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Trump’s trade policy is a series of contradictions wrapped in a mystery. While advancing a boldfaced pro-business agenda, promising to gut regulations and reduce public spending on healthcare and other social programs, he has also claimed to care about American workers and jobs losses caused by trade agreements like NAFTA that were specifically designed to reduce regulations. While his own businesses have included licensing deals for goods produced in developing countries known for poor labor standards, publicly he attacked U.S. companies that offshored jobs to lower costs and promised to rewrite the rules to somehow bring those vanished jobs back. He promises to negotiate better trade deals but is poisoning the political atmosphere for negotiations with xenophobic proposals such as building a wall and ordering to ban migrants. Exactly how his administration will reconcile all of those contradictions is a mystery, and there are real reasons for alarm over his lack of commitment to international human rights standards.

Exactly who is really in charge of his trade policy is another mystery. While he has nominated Robert Lighthizer as United States Trade Representative (USTR), he has also established a National Trade Council within his administration, led by Peter Navarro, and has indicated that Wilbur Ross, his pick for Commerce Secretary, would lead the negotiations to revamp NAFTA. U.S. trade negotiations have always involved representatives from various government agencies (as well as the corporations  represented on the Trade Advisory Committees), but those collaborations were always led by the USTR. This time, it’s not so clear.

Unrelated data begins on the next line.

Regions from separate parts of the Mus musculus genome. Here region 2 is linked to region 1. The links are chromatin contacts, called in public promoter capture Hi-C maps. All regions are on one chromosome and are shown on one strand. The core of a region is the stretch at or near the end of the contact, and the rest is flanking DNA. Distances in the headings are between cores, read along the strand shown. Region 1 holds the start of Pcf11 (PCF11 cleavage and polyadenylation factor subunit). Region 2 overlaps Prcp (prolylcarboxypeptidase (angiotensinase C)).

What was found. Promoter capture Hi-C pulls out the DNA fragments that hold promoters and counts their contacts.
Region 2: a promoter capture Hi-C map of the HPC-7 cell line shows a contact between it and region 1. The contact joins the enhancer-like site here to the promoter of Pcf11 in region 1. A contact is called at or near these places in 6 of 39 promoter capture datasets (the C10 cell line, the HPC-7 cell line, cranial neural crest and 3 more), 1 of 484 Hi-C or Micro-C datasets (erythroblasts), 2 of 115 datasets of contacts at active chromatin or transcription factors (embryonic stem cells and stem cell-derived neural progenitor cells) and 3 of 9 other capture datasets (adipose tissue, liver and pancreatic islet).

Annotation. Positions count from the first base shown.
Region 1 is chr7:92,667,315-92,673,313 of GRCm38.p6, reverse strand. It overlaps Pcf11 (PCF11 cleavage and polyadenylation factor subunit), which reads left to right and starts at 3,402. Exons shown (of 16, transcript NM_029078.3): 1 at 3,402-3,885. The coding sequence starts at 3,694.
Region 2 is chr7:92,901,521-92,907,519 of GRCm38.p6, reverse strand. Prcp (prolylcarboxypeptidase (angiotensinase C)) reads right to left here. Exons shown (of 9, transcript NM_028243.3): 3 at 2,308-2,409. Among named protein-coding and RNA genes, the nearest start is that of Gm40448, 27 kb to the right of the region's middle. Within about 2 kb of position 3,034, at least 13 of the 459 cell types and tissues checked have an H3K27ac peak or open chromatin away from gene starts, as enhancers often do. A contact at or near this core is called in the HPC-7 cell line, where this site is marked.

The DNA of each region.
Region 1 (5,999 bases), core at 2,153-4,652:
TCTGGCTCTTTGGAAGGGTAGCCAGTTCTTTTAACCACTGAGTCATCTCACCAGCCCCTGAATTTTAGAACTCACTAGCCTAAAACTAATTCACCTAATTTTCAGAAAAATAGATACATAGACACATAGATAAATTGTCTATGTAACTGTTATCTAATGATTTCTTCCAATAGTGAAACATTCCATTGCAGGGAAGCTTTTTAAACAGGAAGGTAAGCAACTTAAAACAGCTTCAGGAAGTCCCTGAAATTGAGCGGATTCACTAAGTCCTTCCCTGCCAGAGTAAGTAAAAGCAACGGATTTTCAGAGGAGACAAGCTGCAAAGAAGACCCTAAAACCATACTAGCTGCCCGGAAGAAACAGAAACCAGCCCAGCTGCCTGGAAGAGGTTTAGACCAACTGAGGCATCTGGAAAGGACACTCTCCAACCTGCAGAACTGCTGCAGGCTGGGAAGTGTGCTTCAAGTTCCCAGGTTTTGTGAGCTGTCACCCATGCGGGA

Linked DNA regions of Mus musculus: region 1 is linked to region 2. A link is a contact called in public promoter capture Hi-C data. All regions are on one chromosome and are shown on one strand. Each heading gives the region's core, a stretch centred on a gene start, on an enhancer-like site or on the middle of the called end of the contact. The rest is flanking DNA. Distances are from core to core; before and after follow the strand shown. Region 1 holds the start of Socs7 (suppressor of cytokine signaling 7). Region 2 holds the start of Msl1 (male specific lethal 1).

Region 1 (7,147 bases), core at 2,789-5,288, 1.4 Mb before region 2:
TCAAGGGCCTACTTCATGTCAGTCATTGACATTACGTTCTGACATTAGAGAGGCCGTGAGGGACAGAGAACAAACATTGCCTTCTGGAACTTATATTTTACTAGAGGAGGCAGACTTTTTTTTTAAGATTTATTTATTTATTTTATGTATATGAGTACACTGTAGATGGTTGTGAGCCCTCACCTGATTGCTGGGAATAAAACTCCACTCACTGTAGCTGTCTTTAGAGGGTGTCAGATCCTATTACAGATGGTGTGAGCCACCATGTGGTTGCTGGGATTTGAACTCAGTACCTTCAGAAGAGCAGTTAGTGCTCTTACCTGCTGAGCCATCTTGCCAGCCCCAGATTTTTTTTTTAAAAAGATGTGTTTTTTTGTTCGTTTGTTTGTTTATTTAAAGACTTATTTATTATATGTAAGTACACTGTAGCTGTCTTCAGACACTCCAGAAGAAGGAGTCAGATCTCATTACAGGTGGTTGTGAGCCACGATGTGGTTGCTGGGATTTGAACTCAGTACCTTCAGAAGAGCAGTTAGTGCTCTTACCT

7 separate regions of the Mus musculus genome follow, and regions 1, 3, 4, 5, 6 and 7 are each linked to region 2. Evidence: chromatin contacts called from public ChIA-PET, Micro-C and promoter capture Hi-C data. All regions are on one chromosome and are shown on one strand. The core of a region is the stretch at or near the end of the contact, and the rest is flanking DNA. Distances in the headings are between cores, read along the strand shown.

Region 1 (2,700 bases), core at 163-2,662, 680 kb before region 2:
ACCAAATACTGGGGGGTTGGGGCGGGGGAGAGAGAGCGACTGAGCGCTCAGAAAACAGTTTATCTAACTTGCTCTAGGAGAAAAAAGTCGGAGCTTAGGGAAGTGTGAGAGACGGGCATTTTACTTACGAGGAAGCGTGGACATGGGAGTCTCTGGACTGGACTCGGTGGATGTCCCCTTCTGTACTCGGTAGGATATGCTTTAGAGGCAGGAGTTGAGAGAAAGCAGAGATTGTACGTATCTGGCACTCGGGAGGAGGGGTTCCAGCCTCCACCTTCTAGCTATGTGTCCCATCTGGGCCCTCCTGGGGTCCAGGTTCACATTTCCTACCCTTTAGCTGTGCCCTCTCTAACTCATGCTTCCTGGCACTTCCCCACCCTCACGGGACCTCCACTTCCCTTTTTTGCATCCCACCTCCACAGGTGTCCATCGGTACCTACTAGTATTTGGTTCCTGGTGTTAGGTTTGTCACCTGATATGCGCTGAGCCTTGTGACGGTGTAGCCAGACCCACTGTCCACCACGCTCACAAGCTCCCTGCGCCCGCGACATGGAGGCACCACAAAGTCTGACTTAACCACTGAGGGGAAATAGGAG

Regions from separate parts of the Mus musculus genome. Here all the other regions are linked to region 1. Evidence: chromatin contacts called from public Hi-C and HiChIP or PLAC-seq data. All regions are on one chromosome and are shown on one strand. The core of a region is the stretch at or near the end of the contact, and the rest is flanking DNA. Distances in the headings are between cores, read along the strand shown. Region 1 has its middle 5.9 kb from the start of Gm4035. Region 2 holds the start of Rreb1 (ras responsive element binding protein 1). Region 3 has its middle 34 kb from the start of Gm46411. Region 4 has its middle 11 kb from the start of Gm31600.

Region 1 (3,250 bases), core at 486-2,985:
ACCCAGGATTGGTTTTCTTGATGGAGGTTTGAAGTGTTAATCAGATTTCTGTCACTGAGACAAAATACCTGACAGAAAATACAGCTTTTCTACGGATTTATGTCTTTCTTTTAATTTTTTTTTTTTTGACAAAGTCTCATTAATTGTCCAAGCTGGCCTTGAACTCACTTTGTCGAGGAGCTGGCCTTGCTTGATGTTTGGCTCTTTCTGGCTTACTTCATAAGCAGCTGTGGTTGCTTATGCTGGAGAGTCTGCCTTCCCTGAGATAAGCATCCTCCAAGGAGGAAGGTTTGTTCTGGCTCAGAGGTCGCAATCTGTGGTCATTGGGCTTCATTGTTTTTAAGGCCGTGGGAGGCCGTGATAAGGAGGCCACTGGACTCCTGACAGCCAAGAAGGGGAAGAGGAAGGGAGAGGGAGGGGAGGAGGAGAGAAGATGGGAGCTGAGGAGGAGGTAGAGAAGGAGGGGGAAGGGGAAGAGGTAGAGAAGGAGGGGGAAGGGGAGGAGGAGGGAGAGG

This obfuscation, while important in itself, is also a signal that the Trump administration and his party will continue to ignore a key popular demand on trade: a transparent and democratic negotiating process where ultimately, accountability resides with Congress. Opponents of NAFTA, the Trans-Pacific Partnership (TPP), and the Transatlantic Trade and Investment Partnership (TTIP), including labor, have consistently opposed existing processes that essentially limit Congressional oversight and approval to a thumbs-up or thumbs down vote. Rather than opening up the negotiations to input, the Trump administration appears to be creating an even more byzantine path to trade policy that will prevent members of congress from weighing in, much less allowing for any real public participation by those sectors most affected by trade.

Robert Lighthizer’s nomination as head of USTR is not so much an issue of his qualifications rather it is his intentions and his authority to make any real changes in our failed trade policy. Lighthizer is a lawyer who once served as deputy trade representative and brings significant experience in Congress and the office of the USTR.  He has valuable experience from the other side of the table too, having represented Brazil and China in previous trade talks. (Because of this experience, provisions in the 1995 Lobbying Disclosure Act that would disqualify him from serving as USTR will actually have to be waived by Congress). His firm, Skadden, Arps, Slate, Meagher and Flom LLP, has focused on traditional trade litigation representing corporate interests. 

How he will bring his relevant experience to the role (as confused as that role is) is important to know, and the Senators reviewing his nomination should ask tough questions. First and foremost, he should be asked how he will reconcile the contradictions evident in the current administration’s trade approach, and how he would develop a cohesive trade agenda.

These questions could include:

  1. Farmers in the U.S., and round the world, are suffering from unpredictable and mostly low commodity prices. Agribusiness-export dumping under NAFTA resulted in millions of Mexican farmers being driven from their land. U.S. farmers are also facing the dire consequences of low prices coupled with rising input costs. As part of a commitment to supporting rural America, would you set the sustainable livelihoods of U.S. farmers as an explicit objective in a renegotiated NAFTA?  How could trade rules better protect local foods and farms in all countries?